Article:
· Asylum seekers from the Middle East may cope with mental health issues related to situations they have fled, including torture, war, political oppression, and other circumstances.


Native American/Indigenous:

· Due to the high poverty levels, many Native Americans face economic barriers that prevent them from receiving treatment.

· Compared to White Americans, three times, many Native Americans lack health insurance – 37% compared to 6.3%. Approximately 2.5 million Native Americans rely on the Indian Health Services for care.

· Native Americans who meet the criteria for depression, anxiety, or substance abuse disorders are significantly more likely to seek help from a spiritual healer than from a specialist.


When you review these statistics, it is blatantly apparent that access to mental health treatment is necessary for all minoritized communities. The American Counseling Association laid out the reason why BIPOC Mental Health Matters:

  • African Americans and Hispanic Americans used mental health services at about ½ the rate of White Americans in the past year.

  • Asian Americans used mental health services at about 1/3 the rate of White Americans in the past year.

  • 36% of Hispanic Americans with depression received care, versus 60% of White Americans.

  • In 2018, 58.2% of Black and African American young adults ages 18-25 and 50.1% of adults 26-49 with serious mental illness did not receive treatment.

  • Only 8.6% of Asian Americans sought any mental health services or resources compared to nearly 18% of the general population nationwide.

As a nation, we must do a better job addressing the current barriers hindering access to mental health assistance. When you observe obstacles that are contributing to the broken mental health system, we must find ways to improve the following:

  • Language barriers

  • Cultural and Racial stereotypes and stigmas

  • Health illiteracy

  • Lack of healthcare

  • Lack of empathetic treatment for BIPOC

  • Fear of deportation if you are a refugee and immigrant.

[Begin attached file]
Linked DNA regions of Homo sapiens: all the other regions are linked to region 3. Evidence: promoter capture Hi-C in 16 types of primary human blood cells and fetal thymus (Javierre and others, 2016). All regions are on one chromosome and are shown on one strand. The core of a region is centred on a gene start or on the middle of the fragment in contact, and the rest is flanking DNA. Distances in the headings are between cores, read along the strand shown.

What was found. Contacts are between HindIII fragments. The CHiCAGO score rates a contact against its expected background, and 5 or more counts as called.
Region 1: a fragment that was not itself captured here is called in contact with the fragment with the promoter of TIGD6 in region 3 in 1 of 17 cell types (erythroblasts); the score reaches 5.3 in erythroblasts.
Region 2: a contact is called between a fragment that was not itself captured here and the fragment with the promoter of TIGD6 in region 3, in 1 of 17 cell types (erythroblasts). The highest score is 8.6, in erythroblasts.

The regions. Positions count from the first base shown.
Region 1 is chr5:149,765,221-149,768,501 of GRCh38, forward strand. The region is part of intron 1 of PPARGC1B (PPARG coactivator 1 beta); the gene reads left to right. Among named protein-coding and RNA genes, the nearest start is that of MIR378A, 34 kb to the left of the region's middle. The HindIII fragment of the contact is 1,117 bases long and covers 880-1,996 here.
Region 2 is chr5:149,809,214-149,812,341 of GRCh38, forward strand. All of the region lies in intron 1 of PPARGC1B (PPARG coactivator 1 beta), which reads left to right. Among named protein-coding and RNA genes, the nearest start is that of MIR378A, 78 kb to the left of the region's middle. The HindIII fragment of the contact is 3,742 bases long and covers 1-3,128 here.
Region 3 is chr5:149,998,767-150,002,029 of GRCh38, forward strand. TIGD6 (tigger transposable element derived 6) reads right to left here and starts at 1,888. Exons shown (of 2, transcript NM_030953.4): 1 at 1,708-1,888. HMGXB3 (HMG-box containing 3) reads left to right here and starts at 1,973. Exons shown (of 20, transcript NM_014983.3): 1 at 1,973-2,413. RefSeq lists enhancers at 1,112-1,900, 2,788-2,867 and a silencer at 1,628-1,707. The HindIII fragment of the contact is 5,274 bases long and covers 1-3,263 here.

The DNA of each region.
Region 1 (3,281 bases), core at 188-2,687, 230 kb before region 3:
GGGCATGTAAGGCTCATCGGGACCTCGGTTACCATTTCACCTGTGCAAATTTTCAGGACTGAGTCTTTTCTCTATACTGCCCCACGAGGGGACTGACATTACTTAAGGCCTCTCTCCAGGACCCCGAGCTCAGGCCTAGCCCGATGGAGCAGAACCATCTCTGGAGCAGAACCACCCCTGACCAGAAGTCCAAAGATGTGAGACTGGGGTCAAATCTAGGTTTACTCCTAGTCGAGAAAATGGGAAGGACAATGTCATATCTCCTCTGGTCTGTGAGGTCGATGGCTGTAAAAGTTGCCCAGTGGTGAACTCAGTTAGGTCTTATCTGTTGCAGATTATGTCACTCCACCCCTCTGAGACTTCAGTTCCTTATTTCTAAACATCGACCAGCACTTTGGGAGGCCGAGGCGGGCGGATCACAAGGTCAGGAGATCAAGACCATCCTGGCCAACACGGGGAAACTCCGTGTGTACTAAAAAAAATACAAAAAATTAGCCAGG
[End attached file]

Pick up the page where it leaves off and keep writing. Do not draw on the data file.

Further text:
• Intergenerational conflict and emotional responses

  • Shame and embarrassment when diagnosed and living with chronic and terminal illnesses.

  • Isolation

  • Lack of social structures or support systems

  • The admission that we need assistance.

Only when this society views all its occupants as humans can we begin the transformational work necessary to promote healing for this nation. Suppose we continue to view African Americans as 3/5th of a person and shy away from a humane discussion on critical race theory. In that case, we will never be healed from the wounds of the past. If there is any compassion in this world for humanity and equitable treatment, let it begin with who you see in the mirror every morning.

Afterward, imagine if you were told that your life never mattered, and you had to walk in that feeling for the rest of your life. Nowhere can these inequities be seen more prominently than in the dialysis/transplant BIPOC community. In Part 2 of this blog, Patrick shares his own very personal journey dealing with chronic kidney disease, and the aftereffects of Covid-19, all of which pushed his endurance to the brink.

The Book of Proverbs 31:8-9 says: “Open your mouth for the speechless, In the cause of all who are appointed to die. Open your mouth, judge righteously, And plead the cause of the poor and needy.” As Americans, let us learn to champion on behalf of righteousness and justice for the voiceless and the afflicted.